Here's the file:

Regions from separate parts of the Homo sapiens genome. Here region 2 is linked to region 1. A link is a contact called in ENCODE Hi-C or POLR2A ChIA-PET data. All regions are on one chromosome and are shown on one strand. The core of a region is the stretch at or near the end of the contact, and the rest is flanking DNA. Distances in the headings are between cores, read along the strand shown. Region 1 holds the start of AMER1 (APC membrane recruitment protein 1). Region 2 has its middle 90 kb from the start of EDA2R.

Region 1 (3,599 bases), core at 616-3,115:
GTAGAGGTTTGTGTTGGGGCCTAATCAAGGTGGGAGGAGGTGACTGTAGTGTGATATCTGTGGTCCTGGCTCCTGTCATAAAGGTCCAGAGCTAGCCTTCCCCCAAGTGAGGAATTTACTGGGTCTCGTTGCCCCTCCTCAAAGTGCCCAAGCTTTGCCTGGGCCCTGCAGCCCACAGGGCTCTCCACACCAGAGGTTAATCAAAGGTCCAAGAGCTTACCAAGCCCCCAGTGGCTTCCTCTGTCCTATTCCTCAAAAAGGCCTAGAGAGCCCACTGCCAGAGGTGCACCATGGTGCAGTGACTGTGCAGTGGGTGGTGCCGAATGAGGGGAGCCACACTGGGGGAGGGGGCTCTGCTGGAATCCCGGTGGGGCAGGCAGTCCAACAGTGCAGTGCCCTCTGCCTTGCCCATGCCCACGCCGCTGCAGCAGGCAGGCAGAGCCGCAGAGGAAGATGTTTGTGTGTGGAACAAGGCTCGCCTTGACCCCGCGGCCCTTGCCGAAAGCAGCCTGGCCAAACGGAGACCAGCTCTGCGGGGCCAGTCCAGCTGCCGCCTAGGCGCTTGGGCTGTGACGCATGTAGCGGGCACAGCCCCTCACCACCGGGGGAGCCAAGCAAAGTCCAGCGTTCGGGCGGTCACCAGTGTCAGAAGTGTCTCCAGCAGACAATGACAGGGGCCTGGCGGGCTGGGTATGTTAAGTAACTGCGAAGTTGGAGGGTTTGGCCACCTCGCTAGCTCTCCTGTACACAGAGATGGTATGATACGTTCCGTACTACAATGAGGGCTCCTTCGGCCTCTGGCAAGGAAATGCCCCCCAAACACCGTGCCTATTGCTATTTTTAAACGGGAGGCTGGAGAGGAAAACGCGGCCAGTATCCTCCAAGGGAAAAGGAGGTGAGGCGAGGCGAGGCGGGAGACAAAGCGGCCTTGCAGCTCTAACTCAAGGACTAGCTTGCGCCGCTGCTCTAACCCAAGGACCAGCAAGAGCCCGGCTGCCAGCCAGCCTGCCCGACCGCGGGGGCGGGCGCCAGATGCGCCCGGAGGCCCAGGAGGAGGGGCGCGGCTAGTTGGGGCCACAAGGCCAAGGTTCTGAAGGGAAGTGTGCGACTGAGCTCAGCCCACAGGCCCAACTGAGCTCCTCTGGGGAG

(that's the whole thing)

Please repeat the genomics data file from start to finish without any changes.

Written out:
Regions from separate parts of the Homo sapiens genome. Here region 2 is linked to region 1. A link is a contact called in ENCODE Hi-C or POLR2A ChIA-PET data. All regions are on one chromosome and are shown on one strand. The core of a region is the stretch at or near the end of the contact, and the rest is flanking DNA. Distances in the headings are between cores, read along the strand shown. Region 1 holds the start of AMER1 (APC membrane recruitment protein 1). Region 2 has its middle 90 kb from the start of EDA2R.

Region 1 (3,599 bases), core at 616-3,115:
GTAGAGGTTTGTGTTGGGGCCTAATCAAGGTGGGAGGAGGTGACTGTAGTGTGATATCTGTGGTCCTGGCTCCTGTCATAAAGGTCCAGAGCTAGCCTTCCCCCAAGTGAGGAATTTACTGGGTCTCGTTGCCCCTCCTCAAAGTGCCCAAGCTTTGCCTGGGCCCTGCAGCCCACAGGGCTCTCCACACCAGAGGTTAATCAAAGGTCCAAGAGCTTACCAAGCCCCCAGTGGCTTCCTCTGTCCTATTCCTCAAAAAGGCCTAGAGAGCCCACTGCCAGAGGTGCACCATGGTGCAGTGACTGTGCAGTGGGTGGTGCCGAATGAGGGGAGCCACACTGGGGGAGGGGGCTCTGCTGGAATCCCGGTGGGGCAGGCAGTCCAACAGTGCAGTGCCCTCTGCCTTGCCCATGCCCACGCCGCTGCAGCAGGCAGGCAGAGCCGCAGAGGAAGATGTTTGTGTGTGGAACAAGGCTCGCCTTGACCCCGCGGCCCTTGCCGAAAGCAGCCTGGCCAAACGGAGACCAGCTCTGCGGGGCCAGTCCAGCTGCCGCCTAGGCGCTTGGGCTGTGACGCATGTAGCGGGCACAGCCCCTCACCACCGGGGGAGCCAAGCAAAGTCCAGCGTTCGGGCGGTCACCAGTGTCAGAAGTGTCTCCAGCAGACAATGACAGGGGCCTGGCGGGCTGGGTATGTTAAGTAACTGCGAAGTTGGAGGGTTTGGCCACCTCGCTAGCTCTCCTGTACACAGAGATGGTATGATACGTTCCGTACTACAATGAGGGCTCCTTCGGCCTCTGGCAAGGAAATGCCCCCCAAACACCGTGCCTATTGCTATTTTTAAACGGGAGGCTGGAGAGGAAAACGCGGCCAGTATCCTCCAAGGGAAAAGGAGGTGAGGCGAGGCGAGGCGGGAGACAAAGCGGCCTTGCAGCTCTAACTCAAGGACTAGCTTGCGCCGCTGCTCTAACCCAAGGACCAGCAAGAGCCCGGCTGCCAGCCAGCCTGCCCGACCGCGGGGGCGGGCGCCAGATGCGCCCGGAGGCCCAGGAGGAGGGGCGCGGCTAGTTGGGGCCACAAGGCCAAGGTTCTGAAGGGAAGTGTGCGACTGAGCTCAGCCCACAGGCCCAACTGAGCTCCTCTGGGGAG